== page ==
“I remember going into her bed, and I tried to caress her and fondle her, and I sensed her objections to that, nonverbally, and I stayed for a little while more and then decided not to continue. So I left and went back to my own bed,” he told lawyers during the March deposition, estimating that he had spent no more than 20 minutes in the girl’s bed.
The girl’s parents complained to then-Bishop Merlin Guilfoyle, who preceded Mahony in Stockton. O’Grady testified that the bishop, who is now deceased, confronted him and he confessed.
O’Grady wrote the family a letter of apology, angering Guilfoyle, O’Grady said. The letter was in O’Grady’s personnel file when Mahony assumed the bishopric, according to court records.
O’Grady said he suffered no repercussions for his transgression.
“Life just continued,” he testified.
Court records show that in 1984, four years after Mahony became bishop of Stockton, O’Grady told his therapist he had fondled a 9-year-old boy. The therapist alerted child welfare officials, and police opened an investigation.
O’Grady took the 5th Amendment when asked during the deposition what he told his therapist. But he testified that Mahony was out of town at the time, so he told the bishop’s second-in-command about the investigation. He said the official sent him to talk to the diocese’s lawyer.
The child, who had been asleep during the alleged molestation, said he was unaware of any abuse, and police declined to file charges. Court records show, however, that police said an attorney for the diocese promised that O’Grady would be transferred to a job where he would not have contact with children, and that he would be sent to therapy.
O’Grady testified that Mahony sent him to a psychiatrist for an evaluation, which the cardinal has acknowledged was the church’s standard operating procedure at the time for handling pedophile priests. Almost immediately thereafter, O’Grady said, Mahony transferred him to a parish in San Andreas, about an hour outside Stockton. Mahony later promoted him to pastor.
There was no school at his new assignment, but O’Grady testified that he supervised hundreds of students who came in on weekends and after school to study Catechism.
Mahony has testified in court that he never saw the letter of apology O’Grady wrote to his female victim’s family. He also said that he did not know the details of what O’Grady had told his therapist and that once police declined to file charges in connection with the 9-year-old boy, he saw no reason to investigate further.
O’Grady “was in counseling at the time,” Woods said, “and the second opinion that the diocese obtained said the counseling was satisfactory and he should continue with it.
The second opinion did not recommend that he be removed from ministry, nor did the [evaluation] render any diagnosis of pedophilia.”
After years of therapy, O’Grady said, he’s embarrassed and ashamed of his sexual attraction to children.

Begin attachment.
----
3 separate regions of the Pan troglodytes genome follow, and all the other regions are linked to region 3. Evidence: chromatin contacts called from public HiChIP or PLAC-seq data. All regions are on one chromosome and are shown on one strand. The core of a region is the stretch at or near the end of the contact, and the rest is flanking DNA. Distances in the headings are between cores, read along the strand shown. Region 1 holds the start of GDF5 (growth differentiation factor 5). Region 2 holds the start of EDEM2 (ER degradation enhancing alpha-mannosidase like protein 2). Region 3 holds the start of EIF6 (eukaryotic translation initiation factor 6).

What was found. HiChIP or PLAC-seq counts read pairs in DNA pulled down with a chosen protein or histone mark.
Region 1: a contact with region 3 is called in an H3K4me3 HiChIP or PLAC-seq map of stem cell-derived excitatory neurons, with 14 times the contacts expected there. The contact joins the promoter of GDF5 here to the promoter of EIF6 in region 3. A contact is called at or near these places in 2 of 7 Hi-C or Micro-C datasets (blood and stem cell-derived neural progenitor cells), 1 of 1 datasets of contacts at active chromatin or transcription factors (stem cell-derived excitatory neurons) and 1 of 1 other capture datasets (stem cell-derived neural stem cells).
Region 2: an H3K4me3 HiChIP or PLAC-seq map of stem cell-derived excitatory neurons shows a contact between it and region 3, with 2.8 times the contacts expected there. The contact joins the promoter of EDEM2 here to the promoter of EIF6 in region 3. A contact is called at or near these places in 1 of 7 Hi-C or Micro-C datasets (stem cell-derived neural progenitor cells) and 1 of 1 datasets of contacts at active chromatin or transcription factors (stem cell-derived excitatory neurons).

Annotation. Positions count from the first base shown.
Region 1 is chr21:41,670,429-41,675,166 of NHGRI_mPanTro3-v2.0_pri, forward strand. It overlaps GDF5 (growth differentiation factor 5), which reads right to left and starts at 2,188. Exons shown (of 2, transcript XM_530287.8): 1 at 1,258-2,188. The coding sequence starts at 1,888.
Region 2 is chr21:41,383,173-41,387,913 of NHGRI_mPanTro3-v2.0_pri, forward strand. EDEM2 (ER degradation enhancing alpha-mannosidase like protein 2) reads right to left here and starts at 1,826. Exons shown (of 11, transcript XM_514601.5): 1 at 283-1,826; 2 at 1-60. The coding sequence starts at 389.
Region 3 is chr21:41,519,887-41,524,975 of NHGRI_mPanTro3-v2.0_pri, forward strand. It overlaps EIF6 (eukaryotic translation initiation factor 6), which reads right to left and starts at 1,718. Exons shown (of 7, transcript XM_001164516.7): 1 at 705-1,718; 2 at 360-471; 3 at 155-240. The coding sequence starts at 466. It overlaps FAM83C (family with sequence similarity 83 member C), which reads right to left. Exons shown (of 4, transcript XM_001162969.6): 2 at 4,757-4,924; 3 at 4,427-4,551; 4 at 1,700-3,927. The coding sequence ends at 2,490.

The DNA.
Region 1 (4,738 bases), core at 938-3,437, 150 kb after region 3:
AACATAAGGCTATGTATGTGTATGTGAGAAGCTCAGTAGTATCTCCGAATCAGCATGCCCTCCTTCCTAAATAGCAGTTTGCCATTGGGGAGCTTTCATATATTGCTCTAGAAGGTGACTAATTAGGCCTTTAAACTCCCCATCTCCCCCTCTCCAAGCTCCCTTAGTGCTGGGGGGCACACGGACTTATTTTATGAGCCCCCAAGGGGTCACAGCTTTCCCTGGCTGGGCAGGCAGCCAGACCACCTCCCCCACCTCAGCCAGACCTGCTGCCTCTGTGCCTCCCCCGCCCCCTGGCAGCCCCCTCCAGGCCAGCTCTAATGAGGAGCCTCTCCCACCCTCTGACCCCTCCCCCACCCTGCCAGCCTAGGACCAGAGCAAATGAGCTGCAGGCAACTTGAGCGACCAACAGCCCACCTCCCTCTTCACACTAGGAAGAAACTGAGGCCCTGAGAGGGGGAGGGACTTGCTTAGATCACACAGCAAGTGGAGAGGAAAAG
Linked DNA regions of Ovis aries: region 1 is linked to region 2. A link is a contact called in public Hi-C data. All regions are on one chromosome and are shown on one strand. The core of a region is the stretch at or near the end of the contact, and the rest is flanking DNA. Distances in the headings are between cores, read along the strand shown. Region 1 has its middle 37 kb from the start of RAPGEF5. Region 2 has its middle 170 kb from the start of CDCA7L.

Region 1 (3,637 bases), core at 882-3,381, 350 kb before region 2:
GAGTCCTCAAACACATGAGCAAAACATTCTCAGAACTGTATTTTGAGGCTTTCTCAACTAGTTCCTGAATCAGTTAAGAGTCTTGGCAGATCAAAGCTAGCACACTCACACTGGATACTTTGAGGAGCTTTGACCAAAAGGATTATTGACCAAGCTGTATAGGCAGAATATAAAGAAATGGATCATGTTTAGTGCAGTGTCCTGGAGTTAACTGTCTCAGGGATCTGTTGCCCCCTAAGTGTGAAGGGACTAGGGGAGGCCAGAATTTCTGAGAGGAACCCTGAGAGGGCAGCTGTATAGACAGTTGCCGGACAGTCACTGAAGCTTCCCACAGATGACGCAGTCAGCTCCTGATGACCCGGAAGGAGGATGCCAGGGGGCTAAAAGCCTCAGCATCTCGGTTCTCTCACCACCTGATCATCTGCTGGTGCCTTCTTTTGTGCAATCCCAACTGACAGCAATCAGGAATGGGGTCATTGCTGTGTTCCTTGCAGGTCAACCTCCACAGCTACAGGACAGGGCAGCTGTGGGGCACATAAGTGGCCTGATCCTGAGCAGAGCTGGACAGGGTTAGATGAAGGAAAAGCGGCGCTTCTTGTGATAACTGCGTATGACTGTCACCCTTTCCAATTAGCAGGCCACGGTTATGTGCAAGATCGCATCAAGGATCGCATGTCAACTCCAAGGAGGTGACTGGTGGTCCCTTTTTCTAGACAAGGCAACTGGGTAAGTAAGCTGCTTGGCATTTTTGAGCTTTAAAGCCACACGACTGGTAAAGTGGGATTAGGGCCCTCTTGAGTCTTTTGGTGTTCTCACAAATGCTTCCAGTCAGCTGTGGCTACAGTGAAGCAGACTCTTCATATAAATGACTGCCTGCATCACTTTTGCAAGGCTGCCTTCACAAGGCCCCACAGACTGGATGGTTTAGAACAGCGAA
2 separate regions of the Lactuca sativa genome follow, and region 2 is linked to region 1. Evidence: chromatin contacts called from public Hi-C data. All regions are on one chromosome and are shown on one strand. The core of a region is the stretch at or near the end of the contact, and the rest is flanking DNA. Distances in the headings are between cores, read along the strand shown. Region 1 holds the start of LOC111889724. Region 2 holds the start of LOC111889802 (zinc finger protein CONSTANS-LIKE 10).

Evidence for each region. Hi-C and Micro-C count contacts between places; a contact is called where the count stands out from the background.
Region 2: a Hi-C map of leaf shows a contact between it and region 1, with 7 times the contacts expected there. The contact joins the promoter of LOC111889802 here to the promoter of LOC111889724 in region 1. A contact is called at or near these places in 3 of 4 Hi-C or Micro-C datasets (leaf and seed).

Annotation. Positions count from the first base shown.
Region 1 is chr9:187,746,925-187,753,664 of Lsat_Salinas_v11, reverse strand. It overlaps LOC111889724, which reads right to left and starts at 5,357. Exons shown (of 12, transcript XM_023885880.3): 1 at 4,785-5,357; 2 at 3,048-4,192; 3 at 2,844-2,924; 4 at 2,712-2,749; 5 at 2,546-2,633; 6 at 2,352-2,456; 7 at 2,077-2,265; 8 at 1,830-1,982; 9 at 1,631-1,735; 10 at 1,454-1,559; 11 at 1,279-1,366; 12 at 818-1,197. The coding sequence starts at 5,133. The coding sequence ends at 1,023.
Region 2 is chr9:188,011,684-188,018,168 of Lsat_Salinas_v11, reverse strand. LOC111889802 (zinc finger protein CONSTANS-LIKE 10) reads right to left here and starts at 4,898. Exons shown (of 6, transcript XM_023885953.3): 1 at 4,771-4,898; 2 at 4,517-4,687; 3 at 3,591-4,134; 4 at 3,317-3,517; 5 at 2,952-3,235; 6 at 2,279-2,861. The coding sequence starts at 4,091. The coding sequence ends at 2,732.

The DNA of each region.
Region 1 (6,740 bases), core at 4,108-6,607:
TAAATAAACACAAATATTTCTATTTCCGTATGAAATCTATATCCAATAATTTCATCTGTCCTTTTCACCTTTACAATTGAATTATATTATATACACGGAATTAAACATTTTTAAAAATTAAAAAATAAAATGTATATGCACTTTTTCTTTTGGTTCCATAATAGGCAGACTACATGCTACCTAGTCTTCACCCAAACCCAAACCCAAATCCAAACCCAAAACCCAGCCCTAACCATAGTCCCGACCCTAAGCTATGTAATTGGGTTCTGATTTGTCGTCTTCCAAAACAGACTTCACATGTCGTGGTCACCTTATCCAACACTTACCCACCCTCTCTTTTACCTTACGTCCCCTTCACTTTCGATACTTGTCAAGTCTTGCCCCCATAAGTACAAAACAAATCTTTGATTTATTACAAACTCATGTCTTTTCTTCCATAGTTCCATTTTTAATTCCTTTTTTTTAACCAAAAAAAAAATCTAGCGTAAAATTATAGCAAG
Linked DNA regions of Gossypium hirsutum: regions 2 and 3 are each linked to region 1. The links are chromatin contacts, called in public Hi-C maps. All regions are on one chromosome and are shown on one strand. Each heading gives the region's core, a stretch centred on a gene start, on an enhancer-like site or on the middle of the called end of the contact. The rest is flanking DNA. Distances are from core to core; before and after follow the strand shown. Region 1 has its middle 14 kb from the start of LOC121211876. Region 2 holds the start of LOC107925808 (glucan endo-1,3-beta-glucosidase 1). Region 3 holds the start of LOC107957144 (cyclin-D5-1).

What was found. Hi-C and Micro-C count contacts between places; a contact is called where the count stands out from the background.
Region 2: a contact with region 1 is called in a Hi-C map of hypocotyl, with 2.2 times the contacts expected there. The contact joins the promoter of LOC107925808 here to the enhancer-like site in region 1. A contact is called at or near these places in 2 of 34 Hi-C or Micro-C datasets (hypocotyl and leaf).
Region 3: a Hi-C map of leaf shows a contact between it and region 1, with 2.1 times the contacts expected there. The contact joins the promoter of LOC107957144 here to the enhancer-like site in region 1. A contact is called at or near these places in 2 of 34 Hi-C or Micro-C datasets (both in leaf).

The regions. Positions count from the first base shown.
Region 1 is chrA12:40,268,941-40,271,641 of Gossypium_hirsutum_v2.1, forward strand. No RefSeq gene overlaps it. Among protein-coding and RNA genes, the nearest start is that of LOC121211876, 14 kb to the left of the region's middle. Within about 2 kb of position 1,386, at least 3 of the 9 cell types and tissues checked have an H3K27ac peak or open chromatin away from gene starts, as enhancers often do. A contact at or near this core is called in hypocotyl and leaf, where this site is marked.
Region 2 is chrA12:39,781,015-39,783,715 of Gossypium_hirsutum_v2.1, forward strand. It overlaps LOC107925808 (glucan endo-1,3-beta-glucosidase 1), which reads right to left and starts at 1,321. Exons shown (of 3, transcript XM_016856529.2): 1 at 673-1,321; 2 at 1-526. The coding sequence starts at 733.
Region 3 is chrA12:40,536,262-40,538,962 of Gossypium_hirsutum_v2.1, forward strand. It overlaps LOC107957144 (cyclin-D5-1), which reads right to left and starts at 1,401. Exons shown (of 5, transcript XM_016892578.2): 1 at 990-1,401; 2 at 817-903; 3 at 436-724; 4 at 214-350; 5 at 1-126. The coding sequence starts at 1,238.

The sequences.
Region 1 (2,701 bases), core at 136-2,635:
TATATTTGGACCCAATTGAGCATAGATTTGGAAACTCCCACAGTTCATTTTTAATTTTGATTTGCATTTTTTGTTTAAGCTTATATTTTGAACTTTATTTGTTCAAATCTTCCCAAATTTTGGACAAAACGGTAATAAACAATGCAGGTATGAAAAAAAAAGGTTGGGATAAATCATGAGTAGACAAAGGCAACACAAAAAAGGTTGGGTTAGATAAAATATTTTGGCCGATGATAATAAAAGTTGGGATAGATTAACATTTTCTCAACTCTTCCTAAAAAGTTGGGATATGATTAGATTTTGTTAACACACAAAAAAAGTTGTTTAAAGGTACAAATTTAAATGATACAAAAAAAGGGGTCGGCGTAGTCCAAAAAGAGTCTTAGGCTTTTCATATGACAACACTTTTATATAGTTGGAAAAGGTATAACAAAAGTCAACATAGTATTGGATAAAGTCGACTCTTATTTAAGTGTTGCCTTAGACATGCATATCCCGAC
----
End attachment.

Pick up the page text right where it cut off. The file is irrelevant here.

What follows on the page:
But asked to describe his “type,” he gave an animated response. “Generally, a boy who was -- spontaneous, affectionate, playful, generally around the age of 10, 11, and who seemed to maybe need somebody to care for him. I’m not saying that he necessarily had family problems but seemed to identify with me as somebody who he could trust, who he could come to, who was willing to take care of him.”
The priest searched his congregation for submissive children. “If they demonstrated affection, by hugging and that sort of stuff, it sort of awakened within me urges to be affectionate in return,” O’Grady testified.
“If I got comfortable doing that and felt he was comfortable with me hugging him, and I had thoughts or feelings that I wanted to go further, I might at that time explore that possibility,” he said.
“I might have to do a little planning ... to be sure that the boy was there, to be sure the boy was alone, and that there was not any hurry on him leaving.”
O’Grady testified that he had sexual relationships with two mothers of children he molested. He also said he occasionally wore women’s lingerie he found among donated clothes left at his church.
“Perhaps I was trying to use external things to arouse myself,” he said.
A Stockton jury in 1998 awarded one of O’Grady’s victims $30 million, later reduced to $7 million. Jury members told The Times they thought Mahony was untruthful on the witness stand, that he had allowed O’Grady’s pattern of abuse to continue.
Mahony said he thought the jurors were wrong and that he took extraordinary steps to protect children.
Over the years, O’Grady said, he tried to understand and possibly curb his appetite for children -- reading books about his disorder, touring a residential treatment center for pedophile priests and eventually opening his parish to secret Sex Addicts Anonymous meetings so he could attend.
After O’Grady was released from prison and returned to Ireland, the Stockton diocese paid for him to undergo three years of outpatient therapy, he said, and also agreed to pay him $800 a month for 10 years starting on his 65th birthday.
“I would have liked somebody in the diocese or somebody to have intervened as early as possible in helping me confront this situation as a very, very serious one,” he said, “and help to educate me to the very serious nature of the problem that I had and was causing.”
Each time he reached into a child’s pants, O’Grady said, he knew his conduct was wrong, “definitely a sin.” But there was “another part of me saying, ‘I can’t seem to control these desires, thoughts, feelings when they come.’ ”
After a molestation, O’Grady testified, he always went to a priest and confessed his sin.